And Then There Were Three

Got turned down by one of my three top choices today. This is not the same outfit I interviewed with yesterday. My phone interview with this outfit went very well, but it was a couple of weeks ago. I pinged them back Tuesday and they replied back with your standard template of liking my qualifications, but not really having a position that’s an exact fit right now. Number two I had a third round phone interview with yesterday, and number three, the in-person interview went well with them, but it’s been two weeks and I haven’t heard a peep. That’s never a good sign, but I’m reluctant to bug people if the issue is just something is taking a long time with HR, or they just have more candidates to interview before making a decision. I have a fourth possibility, but it’s a decade step back in my career, and even that’s not certain. I am facing the prospect of failing at all the top companies, and having to take a huge step back. But hey, you gotta pay the bills somehow.

I had started posting here about the job hunt situation mostly as an outlet, and to give people an idea of how things are out there, if you might be worried about your job. There are still a lot of jobs out there, but I’m finding the going much much harder than it was a decade ago, when I was last looking. I’m going to need to step it up a notch very soon.

If any of the rest of you find yourselves hitting the unemployment line, my advice is to use a breadth search, not a depth search. I started off with a depth search; identifying top employers, and spending the time and effort to try to get in to those, but which had a high probability of not panning out. That may turn out to be a strategic mistake on my part. We shall see.

6 thoughts on “And Then There Were Three”

  1. I’m glad your search is resulting in interviews. I’m a mechanical engineer and a registered Professional Engineer with 30+ years experience. In seven months I’ve had one interview. I’ve applied for at least two jobs a week. My problem is location (AZ) and I’m sixty four. Most companies are NOT interested in hiring someone who is two years away from retirement. The job situation has forced me to “retire” early and file for Social Security. With my wife’s Social Security and a retirement pension from a long term job with a public utility we’ll make ends meet. I’m also chasing engineering projects I can design using my P. E. license. I’m wondering how many others there are like me who have been forced to retire early because of the poor job situation. We’re praying for you and others looking for work.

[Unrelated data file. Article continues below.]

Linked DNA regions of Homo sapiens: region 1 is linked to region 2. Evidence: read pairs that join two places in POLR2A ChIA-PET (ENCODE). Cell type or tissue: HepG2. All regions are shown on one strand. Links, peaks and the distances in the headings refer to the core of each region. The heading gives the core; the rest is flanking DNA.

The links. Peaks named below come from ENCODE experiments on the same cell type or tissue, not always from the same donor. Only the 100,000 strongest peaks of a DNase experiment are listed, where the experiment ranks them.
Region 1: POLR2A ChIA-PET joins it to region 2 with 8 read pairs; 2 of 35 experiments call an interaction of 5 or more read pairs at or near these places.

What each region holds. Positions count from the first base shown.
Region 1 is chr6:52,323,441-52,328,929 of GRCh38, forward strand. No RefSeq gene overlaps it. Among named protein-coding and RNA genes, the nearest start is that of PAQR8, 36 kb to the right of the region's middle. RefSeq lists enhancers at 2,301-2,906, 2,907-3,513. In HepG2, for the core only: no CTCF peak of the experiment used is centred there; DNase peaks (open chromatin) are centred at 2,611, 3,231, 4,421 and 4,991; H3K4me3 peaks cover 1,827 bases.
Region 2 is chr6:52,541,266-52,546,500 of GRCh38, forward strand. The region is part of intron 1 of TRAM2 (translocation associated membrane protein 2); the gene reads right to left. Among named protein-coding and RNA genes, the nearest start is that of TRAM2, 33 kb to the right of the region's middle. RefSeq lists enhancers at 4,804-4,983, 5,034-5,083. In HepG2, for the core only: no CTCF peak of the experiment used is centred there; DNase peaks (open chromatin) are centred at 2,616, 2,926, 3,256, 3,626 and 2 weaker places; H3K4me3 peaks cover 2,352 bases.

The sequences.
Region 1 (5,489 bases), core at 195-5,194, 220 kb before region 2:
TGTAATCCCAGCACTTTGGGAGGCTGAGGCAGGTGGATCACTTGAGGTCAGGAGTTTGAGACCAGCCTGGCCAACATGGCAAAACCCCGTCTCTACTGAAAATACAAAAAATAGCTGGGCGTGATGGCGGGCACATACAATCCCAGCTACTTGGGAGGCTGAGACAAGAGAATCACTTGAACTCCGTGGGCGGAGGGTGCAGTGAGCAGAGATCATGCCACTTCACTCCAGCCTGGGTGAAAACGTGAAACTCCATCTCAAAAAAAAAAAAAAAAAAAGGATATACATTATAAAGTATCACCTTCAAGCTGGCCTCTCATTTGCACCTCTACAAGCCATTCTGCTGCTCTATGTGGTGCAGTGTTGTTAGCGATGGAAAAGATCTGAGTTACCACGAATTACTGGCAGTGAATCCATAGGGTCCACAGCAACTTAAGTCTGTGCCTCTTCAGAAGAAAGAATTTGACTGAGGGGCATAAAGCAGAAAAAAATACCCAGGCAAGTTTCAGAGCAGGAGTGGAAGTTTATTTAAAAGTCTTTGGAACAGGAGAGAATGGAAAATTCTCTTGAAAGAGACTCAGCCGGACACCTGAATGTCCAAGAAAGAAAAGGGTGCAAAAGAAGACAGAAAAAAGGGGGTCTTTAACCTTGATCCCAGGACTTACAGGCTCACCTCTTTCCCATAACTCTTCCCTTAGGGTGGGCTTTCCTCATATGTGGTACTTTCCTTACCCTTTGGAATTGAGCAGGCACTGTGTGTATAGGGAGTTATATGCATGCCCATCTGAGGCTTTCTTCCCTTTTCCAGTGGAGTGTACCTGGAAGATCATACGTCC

2. I’ve always assumed that volume is the answer. Last time I was laid off, right before 9/11, I wrote a small database to automate my job search. My thinking was that more is better, and it worked for me, but it took a while because of the post 9/11 job situation. Figure you’ll get an interview for every 25 to 50 resumes you send out, so the answer is to send out as many as you can.

    Good luck!

  3. I work in HR with a State govt. From the time I find out if a position is open until hiring has been taking about 2 months-getting approval to hire, submitting the ad for online advertisement to qualified candidates, contacting for interest, interviews, then clearing through an analyst to make sure it’s a legal hire. So hang in there. I’m sure the private sector is much quicker (from what I remember).

  4. I spent six months unemployed back in ’01 (pre- 9/11). Had an 18 month-old and a wife pregnant w/ twins. My best advice is to work your network. I had none, and I still managed to find people to call and email. I used alumni lists, friends, distant acquaintances, people in the industry, anyone I could find.

    My first goal wast to set up an informational interview. I contacted people and asked them for a few minutes of time to help me understand their industry/company/or a specific role I was looking into. I made it clear at the beginning that I was not going to ask them for a position.

    I did not ask for a job during any informational interview. I gave them a two-minute encapsulation of my skills and background. And then I’d ask them about their industry/company/role and how my skills would fit in a similar context. The idea was that if my skills impressed them, they’d offer a job, even if one wasn’t currently posted.

    At the end, I asked for a couple of references to others they knew with whom I could talk. I reiterated that I was not going to ask their references for a job or even if one was available. Don’t give them a reason to reject you.

    I didn’t abandon actual job interviews. When I got a job interview, I treated it as such.

    These techniques netted me enough face-to-face interviews to justify flying out to Phoenix. Before I went, I set up several more informational interview (face-to-face) and contacted a reference who brushed me off early in my search. I explained I was going to be in town and asked if he’d like to meet. I ended up with two offers out of that trip.

    Ten years later, I’m still working for the guy who initially brushed me off.

  5. You said: “it’s been two weeks and I haven’t heard a peep. That’s never a good sign, but I’m reluctant to bug people if the issue is just something is taking a long time with HR, or they just have more candidates to interview before making a decision.”

    Back when I was looking (not long after 9/11 and the dot-com bust), I was polite like you. And I later got the impression that if they didn’t get right back to you, you needed to reach out to them at least once a week. Be polite, of course, but be proactive. That’s my take, but I would like to hear others’ opinions.

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